The many-worlds interpretation excuses a lot of the paradoxes that would essentially collapse in on themselves and make time travel, and most film narratives, impossible. It is what much of the Back To The Future trilogy is grounded in, when it suits it. However, while the many-worlds interpretation allows much of what takes place in the trilogy, the fact is that paradox is a much more tempting, dramatic idea. So the trilogy uses the many-worlds interpretation to create a narrative, but then uses paradox to create tension and drama. The pinnacle of this use is seen in the climactic dance scene in Back To The Future.

The Creation Of Marty

So let’s put logic aside and look at what happens in Back To The Future. The minute Marty saves his father from being hit by his own grandfather’s car, Marty should disappear from existence. But since his parents falling in love rests on their kiss at the dance, Marty still stands a chance at bringing them together. The premise of this original film, unlike its two sequels which rest heavily on the many-worlds interpretation, rides on a paradox. It’s a scientific impossibility which, if you ignore it for a moment, has a great deal to say not only about the science of time travel but of the importance of parental influence and the creation of character in children, making it a step above its time travel film peers.

Marty should have never been in the past, before or after he interfered with his parents’ meeting. However, by leaving him to live within this impossibility, Back To The Future creates an original and impressive narrative. Everyone has theorised about whether they would want to connect with their parents, were they not related. It’s a theory on which the ‘two Bobs’ (Gale and Zemeckis) founded the premise of Back To The Future: ‘would you have been friends with your parents if you’d met them in high school?’ With that in mind, Back To The Future plays fast and loose with the logic of time travel to explore something much more human and familiar to all of us: our relationships with our parents.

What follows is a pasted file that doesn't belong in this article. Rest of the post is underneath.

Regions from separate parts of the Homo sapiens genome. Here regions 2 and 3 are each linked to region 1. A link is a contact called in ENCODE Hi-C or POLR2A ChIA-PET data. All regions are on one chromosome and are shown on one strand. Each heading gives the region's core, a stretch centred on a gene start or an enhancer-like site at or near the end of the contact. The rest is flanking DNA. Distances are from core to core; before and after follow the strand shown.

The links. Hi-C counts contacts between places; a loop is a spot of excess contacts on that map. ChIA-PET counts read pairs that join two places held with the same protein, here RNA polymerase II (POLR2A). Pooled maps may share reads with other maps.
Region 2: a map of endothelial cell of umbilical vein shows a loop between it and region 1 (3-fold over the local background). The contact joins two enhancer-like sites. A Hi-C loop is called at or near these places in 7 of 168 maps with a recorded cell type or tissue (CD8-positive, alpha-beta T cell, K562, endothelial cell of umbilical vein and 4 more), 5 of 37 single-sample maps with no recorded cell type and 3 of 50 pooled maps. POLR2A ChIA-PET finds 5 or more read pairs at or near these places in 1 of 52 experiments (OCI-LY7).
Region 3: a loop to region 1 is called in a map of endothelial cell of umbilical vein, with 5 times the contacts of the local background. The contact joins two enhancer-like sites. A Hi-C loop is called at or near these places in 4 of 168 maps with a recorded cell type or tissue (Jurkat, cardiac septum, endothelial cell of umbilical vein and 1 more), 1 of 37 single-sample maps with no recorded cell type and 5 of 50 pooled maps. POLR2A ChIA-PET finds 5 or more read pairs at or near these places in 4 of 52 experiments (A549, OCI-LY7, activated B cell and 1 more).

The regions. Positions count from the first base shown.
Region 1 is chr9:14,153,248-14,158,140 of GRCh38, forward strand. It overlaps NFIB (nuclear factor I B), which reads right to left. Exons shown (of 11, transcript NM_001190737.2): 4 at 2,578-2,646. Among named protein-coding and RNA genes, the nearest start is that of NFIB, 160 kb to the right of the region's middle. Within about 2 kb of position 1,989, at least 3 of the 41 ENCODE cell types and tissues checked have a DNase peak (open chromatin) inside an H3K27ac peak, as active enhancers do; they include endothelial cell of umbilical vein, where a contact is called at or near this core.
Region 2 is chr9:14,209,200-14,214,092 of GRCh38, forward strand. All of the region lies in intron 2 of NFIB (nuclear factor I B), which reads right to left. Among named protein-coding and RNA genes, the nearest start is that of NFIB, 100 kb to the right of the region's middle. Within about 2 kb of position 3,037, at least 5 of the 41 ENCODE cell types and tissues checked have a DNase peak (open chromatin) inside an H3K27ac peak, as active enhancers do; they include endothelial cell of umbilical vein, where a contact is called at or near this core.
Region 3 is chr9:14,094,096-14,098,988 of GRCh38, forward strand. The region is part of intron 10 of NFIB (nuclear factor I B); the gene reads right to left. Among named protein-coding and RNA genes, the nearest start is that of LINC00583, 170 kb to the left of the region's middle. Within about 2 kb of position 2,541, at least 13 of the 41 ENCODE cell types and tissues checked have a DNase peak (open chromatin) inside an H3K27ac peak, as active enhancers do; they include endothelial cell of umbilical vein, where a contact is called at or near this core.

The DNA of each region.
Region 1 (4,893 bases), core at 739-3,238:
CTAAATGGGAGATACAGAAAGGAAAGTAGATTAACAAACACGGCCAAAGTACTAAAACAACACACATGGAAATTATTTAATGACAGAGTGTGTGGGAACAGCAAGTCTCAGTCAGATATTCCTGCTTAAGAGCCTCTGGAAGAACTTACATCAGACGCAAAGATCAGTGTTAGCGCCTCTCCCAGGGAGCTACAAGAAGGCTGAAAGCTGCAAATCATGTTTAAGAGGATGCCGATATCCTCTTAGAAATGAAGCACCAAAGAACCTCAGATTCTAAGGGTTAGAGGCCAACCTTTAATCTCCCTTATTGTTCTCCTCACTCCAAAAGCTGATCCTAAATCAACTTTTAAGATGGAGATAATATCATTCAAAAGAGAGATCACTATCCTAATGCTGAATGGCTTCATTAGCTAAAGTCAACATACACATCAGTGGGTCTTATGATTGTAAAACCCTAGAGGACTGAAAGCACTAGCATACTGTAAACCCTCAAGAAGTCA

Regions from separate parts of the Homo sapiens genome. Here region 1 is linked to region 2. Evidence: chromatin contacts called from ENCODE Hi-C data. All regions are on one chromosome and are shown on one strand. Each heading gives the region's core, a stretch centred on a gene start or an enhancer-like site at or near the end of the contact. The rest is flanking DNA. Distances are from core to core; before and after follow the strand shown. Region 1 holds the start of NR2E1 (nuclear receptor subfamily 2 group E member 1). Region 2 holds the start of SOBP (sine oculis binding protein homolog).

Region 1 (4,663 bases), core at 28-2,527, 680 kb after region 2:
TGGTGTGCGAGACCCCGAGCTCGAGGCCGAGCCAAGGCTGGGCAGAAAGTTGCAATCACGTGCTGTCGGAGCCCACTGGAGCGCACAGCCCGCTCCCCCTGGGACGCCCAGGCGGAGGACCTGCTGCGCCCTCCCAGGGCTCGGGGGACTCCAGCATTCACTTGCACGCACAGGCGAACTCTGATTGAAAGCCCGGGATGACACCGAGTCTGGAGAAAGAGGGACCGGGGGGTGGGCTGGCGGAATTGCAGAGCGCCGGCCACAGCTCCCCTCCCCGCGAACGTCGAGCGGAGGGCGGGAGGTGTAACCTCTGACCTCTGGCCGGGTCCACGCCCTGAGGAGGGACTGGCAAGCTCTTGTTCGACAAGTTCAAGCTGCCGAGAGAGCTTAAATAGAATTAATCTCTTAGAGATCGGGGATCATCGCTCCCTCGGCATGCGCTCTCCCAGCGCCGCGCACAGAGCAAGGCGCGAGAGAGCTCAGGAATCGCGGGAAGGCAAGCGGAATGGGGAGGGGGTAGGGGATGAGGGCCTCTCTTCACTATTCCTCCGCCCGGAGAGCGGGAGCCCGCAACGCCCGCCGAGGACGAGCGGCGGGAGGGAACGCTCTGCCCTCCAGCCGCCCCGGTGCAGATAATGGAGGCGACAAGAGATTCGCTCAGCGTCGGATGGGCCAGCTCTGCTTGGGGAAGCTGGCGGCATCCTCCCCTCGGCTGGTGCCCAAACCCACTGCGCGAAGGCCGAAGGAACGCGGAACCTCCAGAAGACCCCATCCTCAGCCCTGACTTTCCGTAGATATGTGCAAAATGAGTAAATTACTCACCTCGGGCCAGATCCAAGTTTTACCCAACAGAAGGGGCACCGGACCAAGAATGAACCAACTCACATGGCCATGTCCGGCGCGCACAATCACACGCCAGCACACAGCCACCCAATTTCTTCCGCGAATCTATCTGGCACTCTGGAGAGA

The culmination of this idea, and indeed the tip of Marty’s paradox rests on his parents’ first kiss. He says it himself: “If there’s no music they can’t dance, if they can’t dance they can’t kiss, if they can’t kiss they can’t fall in love and I’m history”. In this paradox, Marty’s creation hinges on his own confidence to take to the stage and play his guitar. He is ensuring his own procreation and essentially creating himself. But what does this all really say about Marty?

Marty's Paradox: The Creation Of Character In BACK TO THE FUTURE
Back To The Future (1985) – source: Universal Studios

It’s a small thing that the pivotal moment of the Back To The Future story rests on: Marty playing the guitar. It is also hardly a huge ask, as we’ve already seen Marty do the same thing in his audition earlier in the story. However, this isn’t as simple and straightforward as it looks. A lot has gone on in the creation of Marty before this moment occurred, and it is this paradox of Marty’s creation that reveals one of the more interesting ideas of time travel film.